So for Gia’s second birthday, instead of clothes and toys, our family and friends generously paid for our little girl’s iPad.  Within a week of using it, she started using her pointer finger.  Two months later, she figured out how to access her apps on her own. With programs designed for fine motor control, she started using the appropriate hand motions for each one.  Eventually she even figured out how to send gibberish emails and once even posted to my blog!  We are still working on her AAC apps, but she understands the basics and is moving forward. We are so grateful to have this product for Gia to grow into a communicating individual. It is nothing short of amazing, and I can’t wait for her to unleash the full potential!

Of course, it’s not just what Steve Jobs created, but his life lessons too.  As a mother to a child with special needs I can really relate to his philosophy.  His various speeches contain such very important points to remember in life: never fear failure, don’t settle, think outside the box, and love what you do.  Perhaps my biggest lesson from Steve Jobs was how immensely important it is to disregard the naysayers and believe in yourself; to follow your heart and intuition because people with passion can change the world for the better.  As a mother I definitely have the passion to change my children’s individual worlds; I can make it better for them.

But why stop there?

We are so thankful for family and friends for Gia’s iPad, yet I know there are so many families who can’t afford this life-altering device.  Luckily there are many in the special needs community who feel the same way I do and have the passion to ignite a change in this special world.  There are numerous places where you can donate to help make this happen but I am most familiar with Apps For Special Needs Children (A4CWSN).  A4CWSN ( is a wonderful non-profit committed to helping families and caretakers of children with special needs by producing videos that demonstrate how apps designed to educate children and build their life skills really work.  They have also raised enough money to give away over 80 iPads and they plan to donate even more!  Please visit their website (or facebook page) for more information.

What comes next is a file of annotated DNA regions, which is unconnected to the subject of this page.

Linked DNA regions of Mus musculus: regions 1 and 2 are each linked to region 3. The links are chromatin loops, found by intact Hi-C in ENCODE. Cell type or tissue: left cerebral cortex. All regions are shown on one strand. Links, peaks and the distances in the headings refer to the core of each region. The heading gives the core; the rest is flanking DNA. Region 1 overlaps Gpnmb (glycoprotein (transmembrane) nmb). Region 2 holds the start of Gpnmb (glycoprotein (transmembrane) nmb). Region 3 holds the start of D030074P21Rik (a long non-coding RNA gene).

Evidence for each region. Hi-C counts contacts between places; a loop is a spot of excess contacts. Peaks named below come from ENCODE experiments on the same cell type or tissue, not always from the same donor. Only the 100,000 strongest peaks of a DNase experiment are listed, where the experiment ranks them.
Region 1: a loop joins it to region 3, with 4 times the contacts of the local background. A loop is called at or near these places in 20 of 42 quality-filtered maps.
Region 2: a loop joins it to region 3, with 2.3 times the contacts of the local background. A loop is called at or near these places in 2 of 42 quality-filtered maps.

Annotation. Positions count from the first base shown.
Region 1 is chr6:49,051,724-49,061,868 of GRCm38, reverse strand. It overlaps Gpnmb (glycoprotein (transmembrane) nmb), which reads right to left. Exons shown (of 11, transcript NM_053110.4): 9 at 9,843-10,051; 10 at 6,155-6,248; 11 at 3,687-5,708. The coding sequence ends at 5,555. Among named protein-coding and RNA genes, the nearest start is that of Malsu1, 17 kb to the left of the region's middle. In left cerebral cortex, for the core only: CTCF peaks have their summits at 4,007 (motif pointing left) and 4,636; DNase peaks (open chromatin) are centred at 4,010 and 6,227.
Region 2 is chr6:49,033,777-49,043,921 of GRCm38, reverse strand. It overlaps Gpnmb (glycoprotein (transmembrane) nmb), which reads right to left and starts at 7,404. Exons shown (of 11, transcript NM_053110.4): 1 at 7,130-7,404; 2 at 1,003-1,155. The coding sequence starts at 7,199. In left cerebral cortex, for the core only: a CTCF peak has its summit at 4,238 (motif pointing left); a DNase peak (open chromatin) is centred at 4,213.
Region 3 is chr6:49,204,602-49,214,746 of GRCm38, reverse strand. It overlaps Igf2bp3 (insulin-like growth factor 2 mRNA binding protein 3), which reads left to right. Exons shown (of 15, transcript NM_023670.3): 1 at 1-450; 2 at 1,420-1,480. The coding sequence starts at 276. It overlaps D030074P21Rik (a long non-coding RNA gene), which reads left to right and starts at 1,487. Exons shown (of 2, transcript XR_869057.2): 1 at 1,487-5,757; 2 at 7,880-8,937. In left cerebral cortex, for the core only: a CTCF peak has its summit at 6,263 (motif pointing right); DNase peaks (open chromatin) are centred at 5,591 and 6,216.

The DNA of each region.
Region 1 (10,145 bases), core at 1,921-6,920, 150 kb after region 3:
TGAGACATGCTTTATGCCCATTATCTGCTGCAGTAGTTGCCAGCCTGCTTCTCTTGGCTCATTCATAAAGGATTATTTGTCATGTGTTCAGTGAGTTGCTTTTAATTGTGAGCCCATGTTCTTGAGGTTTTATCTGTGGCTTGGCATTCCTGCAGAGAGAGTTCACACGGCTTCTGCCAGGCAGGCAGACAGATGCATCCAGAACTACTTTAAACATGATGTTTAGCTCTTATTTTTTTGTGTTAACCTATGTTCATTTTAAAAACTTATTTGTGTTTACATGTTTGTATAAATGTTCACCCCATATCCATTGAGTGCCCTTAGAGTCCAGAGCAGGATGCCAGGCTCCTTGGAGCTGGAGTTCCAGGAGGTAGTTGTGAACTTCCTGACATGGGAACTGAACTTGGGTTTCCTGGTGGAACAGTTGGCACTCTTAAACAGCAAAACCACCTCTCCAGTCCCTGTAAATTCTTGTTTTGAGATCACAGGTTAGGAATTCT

Thank you Steve Jobs.

About the Author

Daria Mochan

Daria Mochan. Wife. Sister. Daughter. Pet Lover. Biologist. Photographer. She answers to many titles, but her favorite is Mommy. Daria spends most of her time as a mom to 2 wonderful girls, each very special in their own way. Follow Daria's blog, .